• Daemian Lucifer says:

        Sure,but not all the crap gets reviewed.For example,have you heard of great qin warriors?Just search it,and youll see it has no reviews at all*,because it is that bad.

        *Actually,it has 5 whole user votes on gamespot,and how it got above 1 is baffling.

        • uberfail says:

          The second part is in jest.

          With regards to schooling. I once heard a Politician complain that 1/4 of math students were in the bottom 25% .

          • El Quia says:

            WEll, depends on what you mean it could made sense. If he were complaining that 1/4 of the students grades bellow the 25% mark, he could be complaining about the crappy education system is failing to teach an acceptable level of math to everyone.

            Now, if he is complaining that 1/4 of the students are in the lowest 25% of the grades received, he is being an idiot :p

  12. Hal says:

    Reading this post, I could only think how applicable this is to tabletop games, too.

    Arenas. Choices. Badgering NPCs. Varied experiences. All of it applies, though in its own way for tabletop games.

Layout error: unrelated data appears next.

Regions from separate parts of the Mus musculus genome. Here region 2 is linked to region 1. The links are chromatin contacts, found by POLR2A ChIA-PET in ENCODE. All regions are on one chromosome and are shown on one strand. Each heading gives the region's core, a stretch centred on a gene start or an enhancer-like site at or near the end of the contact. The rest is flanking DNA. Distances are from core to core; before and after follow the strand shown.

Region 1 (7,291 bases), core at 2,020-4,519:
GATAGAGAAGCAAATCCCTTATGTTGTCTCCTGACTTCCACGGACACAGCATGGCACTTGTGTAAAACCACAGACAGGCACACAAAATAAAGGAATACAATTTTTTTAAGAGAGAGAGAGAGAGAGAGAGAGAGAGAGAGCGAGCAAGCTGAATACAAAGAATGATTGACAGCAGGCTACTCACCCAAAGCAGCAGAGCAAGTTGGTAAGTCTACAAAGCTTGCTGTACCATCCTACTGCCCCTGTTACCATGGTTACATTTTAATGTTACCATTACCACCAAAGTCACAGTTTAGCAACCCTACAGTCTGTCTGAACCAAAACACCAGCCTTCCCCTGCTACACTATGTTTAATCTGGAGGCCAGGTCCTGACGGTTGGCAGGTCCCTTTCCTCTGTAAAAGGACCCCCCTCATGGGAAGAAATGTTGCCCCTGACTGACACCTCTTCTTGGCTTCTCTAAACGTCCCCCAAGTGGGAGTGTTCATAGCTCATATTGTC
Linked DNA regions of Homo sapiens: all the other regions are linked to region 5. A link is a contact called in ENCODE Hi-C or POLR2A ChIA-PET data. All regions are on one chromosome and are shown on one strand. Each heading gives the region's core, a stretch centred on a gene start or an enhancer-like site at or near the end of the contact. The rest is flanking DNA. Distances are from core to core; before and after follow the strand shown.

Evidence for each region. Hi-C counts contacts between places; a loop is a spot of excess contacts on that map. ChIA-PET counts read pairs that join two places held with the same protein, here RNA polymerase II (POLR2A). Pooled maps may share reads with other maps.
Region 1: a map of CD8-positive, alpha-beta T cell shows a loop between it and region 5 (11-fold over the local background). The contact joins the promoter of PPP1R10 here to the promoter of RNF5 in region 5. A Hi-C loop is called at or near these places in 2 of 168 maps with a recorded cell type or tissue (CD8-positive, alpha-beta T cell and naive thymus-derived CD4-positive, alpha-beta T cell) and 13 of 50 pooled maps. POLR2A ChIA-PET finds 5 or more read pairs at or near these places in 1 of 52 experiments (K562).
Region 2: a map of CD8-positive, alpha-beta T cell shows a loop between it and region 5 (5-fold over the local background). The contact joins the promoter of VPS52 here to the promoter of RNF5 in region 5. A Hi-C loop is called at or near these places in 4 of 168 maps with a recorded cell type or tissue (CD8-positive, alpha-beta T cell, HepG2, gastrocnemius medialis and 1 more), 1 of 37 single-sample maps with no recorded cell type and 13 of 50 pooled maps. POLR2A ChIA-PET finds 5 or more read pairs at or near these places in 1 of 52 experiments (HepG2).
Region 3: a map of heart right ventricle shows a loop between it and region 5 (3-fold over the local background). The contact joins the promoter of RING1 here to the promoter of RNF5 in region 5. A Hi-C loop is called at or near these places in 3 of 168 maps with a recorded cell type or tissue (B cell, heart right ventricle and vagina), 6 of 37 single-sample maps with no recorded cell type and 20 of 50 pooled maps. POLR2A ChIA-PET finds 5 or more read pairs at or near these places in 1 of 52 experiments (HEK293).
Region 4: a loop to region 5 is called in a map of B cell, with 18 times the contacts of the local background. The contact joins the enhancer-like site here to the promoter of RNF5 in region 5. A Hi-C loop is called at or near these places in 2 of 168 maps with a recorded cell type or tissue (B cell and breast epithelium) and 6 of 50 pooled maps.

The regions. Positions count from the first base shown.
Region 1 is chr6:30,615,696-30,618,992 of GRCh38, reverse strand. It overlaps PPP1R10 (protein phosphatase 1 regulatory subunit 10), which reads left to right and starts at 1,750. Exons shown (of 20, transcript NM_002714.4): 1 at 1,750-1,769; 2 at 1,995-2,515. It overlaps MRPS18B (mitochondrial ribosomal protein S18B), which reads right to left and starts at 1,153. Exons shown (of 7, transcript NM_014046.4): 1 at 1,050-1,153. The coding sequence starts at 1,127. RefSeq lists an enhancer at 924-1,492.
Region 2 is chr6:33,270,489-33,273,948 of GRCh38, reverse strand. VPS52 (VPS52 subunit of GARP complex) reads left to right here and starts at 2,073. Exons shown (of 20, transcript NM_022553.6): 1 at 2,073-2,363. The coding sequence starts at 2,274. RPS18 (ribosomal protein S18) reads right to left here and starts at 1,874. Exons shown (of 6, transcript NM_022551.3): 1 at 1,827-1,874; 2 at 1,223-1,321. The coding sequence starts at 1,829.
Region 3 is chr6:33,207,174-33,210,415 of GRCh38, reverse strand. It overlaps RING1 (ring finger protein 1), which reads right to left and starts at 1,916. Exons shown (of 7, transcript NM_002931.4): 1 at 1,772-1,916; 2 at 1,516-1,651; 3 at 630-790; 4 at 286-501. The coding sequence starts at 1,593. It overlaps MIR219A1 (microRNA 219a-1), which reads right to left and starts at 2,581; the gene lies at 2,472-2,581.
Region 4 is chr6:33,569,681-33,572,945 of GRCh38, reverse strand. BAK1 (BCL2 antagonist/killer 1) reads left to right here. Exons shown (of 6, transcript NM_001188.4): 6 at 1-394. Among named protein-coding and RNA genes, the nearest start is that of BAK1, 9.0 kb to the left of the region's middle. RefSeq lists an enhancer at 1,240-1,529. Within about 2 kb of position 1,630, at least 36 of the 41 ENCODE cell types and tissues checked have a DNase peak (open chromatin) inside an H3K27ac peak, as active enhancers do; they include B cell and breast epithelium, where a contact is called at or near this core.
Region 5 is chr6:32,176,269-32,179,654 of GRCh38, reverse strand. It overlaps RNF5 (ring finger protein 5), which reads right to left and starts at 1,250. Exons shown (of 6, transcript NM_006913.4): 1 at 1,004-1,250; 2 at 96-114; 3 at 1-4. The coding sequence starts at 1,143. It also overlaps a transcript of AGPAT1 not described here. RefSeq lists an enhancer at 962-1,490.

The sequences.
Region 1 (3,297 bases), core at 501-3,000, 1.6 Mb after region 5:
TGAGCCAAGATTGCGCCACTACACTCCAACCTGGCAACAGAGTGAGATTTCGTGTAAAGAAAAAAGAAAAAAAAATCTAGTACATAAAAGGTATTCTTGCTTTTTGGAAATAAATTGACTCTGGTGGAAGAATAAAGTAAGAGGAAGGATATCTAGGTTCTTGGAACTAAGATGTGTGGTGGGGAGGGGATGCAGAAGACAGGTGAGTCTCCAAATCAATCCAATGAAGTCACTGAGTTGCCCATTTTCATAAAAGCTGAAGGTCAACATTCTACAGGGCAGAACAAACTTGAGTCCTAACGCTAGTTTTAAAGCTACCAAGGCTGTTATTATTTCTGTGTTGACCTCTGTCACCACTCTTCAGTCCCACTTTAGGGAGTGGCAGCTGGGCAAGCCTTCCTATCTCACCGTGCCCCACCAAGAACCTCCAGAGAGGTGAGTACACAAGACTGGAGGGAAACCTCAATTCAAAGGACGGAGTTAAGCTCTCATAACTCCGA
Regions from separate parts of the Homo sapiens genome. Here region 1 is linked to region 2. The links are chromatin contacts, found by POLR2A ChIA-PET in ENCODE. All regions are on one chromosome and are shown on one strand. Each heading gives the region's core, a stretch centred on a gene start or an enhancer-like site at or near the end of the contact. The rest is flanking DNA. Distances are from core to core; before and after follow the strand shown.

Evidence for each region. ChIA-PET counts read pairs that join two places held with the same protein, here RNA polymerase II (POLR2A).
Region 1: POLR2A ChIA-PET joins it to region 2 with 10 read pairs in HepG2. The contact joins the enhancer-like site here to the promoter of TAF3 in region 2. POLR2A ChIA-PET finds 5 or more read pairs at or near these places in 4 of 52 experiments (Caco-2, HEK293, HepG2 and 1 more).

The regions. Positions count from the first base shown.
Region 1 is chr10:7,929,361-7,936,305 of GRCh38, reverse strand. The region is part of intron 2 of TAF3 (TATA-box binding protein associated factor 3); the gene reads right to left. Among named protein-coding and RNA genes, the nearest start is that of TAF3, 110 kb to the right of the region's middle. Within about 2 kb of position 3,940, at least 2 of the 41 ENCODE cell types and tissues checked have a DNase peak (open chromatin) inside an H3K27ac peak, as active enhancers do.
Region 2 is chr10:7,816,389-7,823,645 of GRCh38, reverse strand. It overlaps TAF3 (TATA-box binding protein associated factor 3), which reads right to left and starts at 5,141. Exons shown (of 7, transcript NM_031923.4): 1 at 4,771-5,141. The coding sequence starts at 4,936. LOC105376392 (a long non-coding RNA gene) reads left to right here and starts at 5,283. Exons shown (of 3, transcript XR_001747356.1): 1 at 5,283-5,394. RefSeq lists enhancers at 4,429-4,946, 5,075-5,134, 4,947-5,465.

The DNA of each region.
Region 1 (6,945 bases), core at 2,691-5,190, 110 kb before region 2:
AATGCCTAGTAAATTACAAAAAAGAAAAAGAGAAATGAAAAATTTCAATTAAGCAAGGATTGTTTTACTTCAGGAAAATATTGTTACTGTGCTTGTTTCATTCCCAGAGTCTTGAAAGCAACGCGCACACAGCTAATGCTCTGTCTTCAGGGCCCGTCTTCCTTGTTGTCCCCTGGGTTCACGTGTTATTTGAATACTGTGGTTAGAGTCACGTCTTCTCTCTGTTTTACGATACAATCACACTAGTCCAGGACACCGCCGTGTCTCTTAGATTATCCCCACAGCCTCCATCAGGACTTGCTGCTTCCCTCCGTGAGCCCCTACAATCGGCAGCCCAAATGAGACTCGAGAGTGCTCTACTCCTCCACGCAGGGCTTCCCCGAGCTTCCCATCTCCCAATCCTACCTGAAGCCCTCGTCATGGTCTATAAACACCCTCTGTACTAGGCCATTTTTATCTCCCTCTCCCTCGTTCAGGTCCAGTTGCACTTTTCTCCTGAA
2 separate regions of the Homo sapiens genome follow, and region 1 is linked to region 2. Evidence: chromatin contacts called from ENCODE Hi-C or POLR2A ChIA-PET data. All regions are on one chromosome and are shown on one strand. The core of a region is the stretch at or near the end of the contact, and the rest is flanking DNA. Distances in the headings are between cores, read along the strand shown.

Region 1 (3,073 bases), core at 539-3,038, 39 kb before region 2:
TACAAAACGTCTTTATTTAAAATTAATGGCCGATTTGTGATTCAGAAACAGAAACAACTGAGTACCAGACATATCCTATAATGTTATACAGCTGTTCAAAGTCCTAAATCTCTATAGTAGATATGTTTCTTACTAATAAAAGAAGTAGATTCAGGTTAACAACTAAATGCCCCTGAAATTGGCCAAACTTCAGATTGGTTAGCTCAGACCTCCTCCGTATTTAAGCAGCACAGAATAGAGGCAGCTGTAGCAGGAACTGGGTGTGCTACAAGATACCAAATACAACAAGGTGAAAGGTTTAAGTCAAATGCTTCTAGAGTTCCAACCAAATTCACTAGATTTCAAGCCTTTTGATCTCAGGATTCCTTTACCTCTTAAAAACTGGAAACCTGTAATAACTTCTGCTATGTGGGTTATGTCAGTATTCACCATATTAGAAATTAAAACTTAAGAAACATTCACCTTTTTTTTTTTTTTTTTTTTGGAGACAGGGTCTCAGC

(Why yes, I AM running a game tonight, how could you tell?)

  13. Jjkaybomb says:

    I dont play a lot of shooters, but when I do, it usually is the kind where you can cover for a bit, then run right up to people and shotgun them in the face. Half-Life 2 was one of those games. Sometimes it got me killed, but it didnt mean I was playing the game “wrong”, it meant that I just wasnt quite being skillful enough with my chosen style. A couple more tries, a few experiments, and running up to each and every overwatch to shoot them in the face was a completely viable option.

    Listening to commentary on the big battle at the end of episode 2, Valve really does go out of thier way to allow for any way to approach a problem. You are never, ever doing something wrong, unless you’re blatantly trying to. Always a blast to find games built like that.

  14. Don'tKnowMyName says:

    “This is Metacritic we’re talking about. This is an average of all scores everywhere.”

    Shamus, you appear to have confused Metacritic for Game Rankings.

  15. Raygereio says:

    It’s hilarious to me that Shamus is praising HL2’s weaponry of all things, considering that’s my biggest problem with HL2. :)

    Also:

    THQ Vice President Danny Bilson is essentially arguing with his own audience and telling them they should have liked the game more than they did.

    The exact same thing happened with Dragon Age 2; with Gaider going on his silly “Wah, my awesome writing is just to complex for you to understand”-trip.

    • Klay F. says:

      Although I didn’t witness it personally, I’ve come to understand that Gaider is having something of a meltdown over on the Bioware forums. He had apparently pulled a Uwe Boll and was personally responding to pretty much every critical opinion on DA2.

      Any artist should know, this is something you NEVER stoop to.